Saturday, 18 November 2017
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Matterfall review — a hectic and challenging take on side-scroller shooting


Matterfall combines the twin-stick shooter with the action-platformer. It’s like Geometry Wars and Mega Man got their chocolate and peanut butter all mixed up. And it tastes pretty good!

This PlayStation 4 game comes from Housemarque, which also developed Resogun. That twin-stick shooter launched with the system in 2013. It was one of the console’s best early games, thanks to its voxel-based graphics (which had just about everything blowing up into thousands of blocks).

Matterfall has plenty of voxels, too, but its platforming elements make it a fuller experience.


Check out our Reviews Vault for past game reviews.


Above: Guess what? That red stuff is bad.

Image Credit: GamesBeat

What you’ll like

Creative gameplay

Just like with Resogun, the left analog stick moves you character, while the right one aims and shoots your gun. But you’re not a space ship in Matterfall. You’re just a person moving around a 2D world. The game uses some creative controls to make sure you can keep your thumbs on the sticks at all times, with other functions (like jumping or shooting special weapons) mapped to the shoulder buttons.

But the platforming isn’t standard. Along with your regular gun, you can also shoot out a beam. It doesn’t damage enemies, but it can activate certain platforms for a limited time. So you’ll often have to use this beam to turn these platforms on to help you reach new areas or block enemy projectiles.

You also have a dash move. You can dash through projectiles to make them disappear, but using it on enemies also freezes them and makes them take more damage from your guns. You’ll need to use this move a lot, since the game can throw a lot of bullets and enemies at you. You can also use the dash to go through some platforms, including those special ones you can manipulate.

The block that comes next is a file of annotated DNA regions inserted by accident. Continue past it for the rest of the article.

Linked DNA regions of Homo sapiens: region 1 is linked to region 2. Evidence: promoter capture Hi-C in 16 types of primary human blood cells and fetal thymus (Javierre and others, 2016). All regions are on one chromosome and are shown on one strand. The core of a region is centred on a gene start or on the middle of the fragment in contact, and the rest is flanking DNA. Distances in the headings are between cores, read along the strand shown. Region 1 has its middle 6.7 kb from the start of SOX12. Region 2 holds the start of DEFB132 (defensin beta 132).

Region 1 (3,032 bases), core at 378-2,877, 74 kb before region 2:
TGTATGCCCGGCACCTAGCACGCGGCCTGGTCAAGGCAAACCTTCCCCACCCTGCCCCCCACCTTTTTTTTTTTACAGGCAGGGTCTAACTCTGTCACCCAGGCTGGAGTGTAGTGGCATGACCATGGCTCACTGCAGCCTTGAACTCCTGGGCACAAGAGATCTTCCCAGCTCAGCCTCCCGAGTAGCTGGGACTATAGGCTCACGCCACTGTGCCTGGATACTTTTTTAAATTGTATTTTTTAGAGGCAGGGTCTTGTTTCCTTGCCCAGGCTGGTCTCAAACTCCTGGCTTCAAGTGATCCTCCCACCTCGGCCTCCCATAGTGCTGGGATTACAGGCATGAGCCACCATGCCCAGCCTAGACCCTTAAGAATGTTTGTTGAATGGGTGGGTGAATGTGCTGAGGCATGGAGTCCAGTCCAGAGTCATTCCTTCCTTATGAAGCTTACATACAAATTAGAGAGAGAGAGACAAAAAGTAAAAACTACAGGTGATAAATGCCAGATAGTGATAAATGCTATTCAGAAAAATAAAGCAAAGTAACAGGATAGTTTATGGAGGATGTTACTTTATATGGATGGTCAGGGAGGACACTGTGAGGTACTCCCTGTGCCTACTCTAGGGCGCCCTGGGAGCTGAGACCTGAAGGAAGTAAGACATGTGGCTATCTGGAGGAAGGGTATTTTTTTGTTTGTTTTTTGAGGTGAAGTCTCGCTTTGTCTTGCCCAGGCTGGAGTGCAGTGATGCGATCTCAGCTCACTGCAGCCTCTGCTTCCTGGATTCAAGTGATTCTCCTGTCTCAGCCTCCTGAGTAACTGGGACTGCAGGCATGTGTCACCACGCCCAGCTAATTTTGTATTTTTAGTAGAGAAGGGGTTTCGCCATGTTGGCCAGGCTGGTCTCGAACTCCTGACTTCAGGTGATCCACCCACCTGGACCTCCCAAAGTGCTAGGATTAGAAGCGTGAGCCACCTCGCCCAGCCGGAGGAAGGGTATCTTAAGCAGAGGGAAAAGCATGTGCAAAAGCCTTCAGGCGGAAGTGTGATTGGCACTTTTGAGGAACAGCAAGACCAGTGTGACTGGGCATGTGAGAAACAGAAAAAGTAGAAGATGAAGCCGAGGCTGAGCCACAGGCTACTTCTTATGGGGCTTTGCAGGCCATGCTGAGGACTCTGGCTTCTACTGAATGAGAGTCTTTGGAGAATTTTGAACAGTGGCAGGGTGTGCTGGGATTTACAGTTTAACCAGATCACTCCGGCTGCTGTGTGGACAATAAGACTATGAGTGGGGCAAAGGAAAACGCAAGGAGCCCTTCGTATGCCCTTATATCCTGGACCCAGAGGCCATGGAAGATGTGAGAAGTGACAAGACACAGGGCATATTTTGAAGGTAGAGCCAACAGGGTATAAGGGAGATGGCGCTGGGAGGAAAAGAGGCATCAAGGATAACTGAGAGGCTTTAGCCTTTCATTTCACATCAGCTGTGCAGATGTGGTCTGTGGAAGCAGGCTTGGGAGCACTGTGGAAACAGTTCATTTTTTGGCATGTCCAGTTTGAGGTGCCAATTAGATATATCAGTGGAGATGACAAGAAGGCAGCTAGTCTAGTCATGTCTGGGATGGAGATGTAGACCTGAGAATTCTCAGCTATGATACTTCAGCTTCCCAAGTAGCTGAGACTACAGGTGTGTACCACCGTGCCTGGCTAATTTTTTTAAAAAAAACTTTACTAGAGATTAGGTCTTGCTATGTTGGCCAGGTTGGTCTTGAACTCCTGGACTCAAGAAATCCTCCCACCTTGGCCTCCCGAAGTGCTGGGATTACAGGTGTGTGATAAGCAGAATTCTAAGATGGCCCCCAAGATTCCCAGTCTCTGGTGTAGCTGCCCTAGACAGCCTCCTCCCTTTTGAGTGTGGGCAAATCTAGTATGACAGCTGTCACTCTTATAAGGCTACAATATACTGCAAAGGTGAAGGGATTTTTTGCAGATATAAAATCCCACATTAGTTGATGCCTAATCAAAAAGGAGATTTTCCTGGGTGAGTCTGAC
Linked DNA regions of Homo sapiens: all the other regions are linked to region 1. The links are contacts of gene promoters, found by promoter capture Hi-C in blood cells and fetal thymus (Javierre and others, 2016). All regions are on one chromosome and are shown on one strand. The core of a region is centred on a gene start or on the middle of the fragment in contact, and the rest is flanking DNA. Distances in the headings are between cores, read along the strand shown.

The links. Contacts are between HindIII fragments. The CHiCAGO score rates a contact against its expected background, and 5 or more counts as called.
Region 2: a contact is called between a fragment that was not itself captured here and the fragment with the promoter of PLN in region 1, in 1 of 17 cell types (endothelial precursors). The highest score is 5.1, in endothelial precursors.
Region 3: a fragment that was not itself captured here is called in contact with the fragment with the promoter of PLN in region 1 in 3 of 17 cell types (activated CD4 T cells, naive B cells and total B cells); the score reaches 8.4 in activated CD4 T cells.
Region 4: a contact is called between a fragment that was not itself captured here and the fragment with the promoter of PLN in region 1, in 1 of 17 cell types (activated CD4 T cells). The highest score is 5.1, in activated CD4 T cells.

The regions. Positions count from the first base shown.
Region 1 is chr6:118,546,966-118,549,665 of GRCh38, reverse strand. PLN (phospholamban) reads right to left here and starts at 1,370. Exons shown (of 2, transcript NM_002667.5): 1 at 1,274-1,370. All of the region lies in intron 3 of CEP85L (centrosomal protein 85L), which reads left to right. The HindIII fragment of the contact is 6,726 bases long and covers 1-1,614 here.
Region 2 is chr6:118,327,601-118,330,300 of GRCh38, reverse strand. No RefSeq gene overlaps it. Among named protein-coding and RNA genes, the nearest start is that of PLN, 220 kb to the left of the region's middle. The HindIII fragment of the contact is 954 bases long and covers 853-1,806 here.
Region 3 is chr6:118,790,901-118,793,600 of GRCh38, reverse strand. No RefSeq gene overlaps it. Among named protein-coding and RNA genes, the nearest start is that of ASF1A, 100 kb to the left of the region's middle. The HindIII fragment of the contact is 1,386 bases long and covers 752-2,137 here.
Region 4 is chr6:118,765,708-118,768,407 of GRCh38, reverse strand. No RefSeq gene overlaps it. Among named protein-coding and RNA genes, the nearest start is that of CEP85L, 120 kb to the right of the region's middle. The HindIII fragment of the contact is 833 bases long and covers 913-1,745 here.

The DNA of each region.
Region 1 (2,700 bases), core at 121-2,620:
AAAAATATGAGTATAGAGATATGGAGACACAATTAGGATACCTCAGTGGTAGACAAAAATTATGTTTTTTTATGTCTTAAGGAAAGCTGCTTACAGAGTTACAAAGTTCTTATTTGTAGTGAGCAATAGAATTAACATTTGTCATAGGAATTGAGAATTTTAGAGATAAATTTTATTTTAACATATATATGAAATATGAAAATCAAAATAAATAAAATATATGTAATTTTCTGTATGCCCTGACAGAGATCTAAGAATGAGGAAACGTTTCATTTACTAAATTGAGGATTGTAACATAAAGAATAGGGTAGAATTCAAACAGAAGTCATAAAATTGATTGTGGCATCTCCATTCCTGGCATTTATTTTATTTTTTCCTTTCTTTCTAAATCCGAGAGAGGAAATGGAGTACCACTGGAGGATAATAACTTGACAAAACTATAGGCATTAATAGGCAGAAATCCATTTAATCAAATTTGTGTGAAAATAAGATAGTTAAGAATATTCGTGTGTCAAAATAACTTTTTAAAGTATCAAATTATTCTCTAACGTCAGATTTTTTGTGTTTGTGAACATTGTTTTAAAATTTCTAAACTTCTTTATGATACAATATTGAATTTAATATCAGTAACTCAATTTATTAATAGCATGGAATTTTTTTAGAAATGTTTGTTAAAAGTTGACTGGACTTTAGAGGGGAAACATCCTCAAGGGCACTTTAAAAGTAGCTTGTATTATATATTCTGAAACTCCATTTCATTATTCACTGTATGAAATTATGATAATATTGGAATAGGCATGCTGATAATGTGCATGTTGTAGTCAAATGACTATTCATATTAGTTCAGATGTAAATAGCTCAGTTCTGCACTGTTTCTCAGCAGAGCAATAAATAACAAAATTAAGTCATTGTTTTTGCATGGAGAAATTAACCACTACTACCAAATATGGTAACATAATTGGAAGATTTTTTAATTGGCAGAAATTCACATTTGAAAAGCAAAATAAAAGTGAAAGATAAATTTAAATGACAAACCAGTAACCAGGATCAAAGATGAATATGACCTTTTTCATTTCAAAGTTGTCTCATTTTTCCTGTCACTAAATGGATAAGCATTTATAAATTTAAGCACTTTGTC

So you’re often doing multiple things at once, like shooting, jumping, making platforms disappear, or dashing to nullify bullets or enemies. It’s hectic, and takes a bit to get used to the unorthodox controls, but it’s a lot of fun to master.

Above: That’s a lot of bullets.

Image Credit: GamesBeat

Multiple ways to play

Playing through Matterfall the first time will only take you a few hours, but the game has some arcade elements that could encourage high score seekers to go through levels multiple times. Similar to some twin-stick shooters, you get a score multiplier if you can kill a bunch of enemies in a row. The multiplier decreases every time you’re hit.

Now, if you don’t care about points and all that stuff, you can get through levels much quicker and with much less regard to your health. But if getting on the leaderboards is important for you, you’ll be using a more tactical style of play.

Above: Fight or flight?

Image Credit: GamesBeat

What you won’t like

Aesthetically bland

As inventive as Matterfall’s gameplay is, its visual and audio elements are disappointingly typical. It has all the usual sci-fi robots and lasers tropes that you’ve probably seen a thousand times before in gaming, with few new ideas. The voxels and neon colors are the only thing that stand out.

Also, the game has a story … kind of. Matterfall only has two cutscenes. One comes at the end, the other is at the beginning. During the actual game, you don’t get so much as a line of text or a word of dialogue. It kind of makes the voiced scenes at the start and finish feel out of place.

Above: You can dash through this platform.

Image Credit: GamesBeat

Conclusion

Matterfall is a challenging and creative take on the twin-stick shooter. Even if it’s sci-fi setting is bland, the multitasking gameplay rarely offers a dull moment.

This is a strong followup to Resogun, and one of the PlayStation 4’s better digital exclusives.

Score: 80/100

Matterfall comes out on August 15 for PlayStation 4. The publisher provided us with a code for this review.



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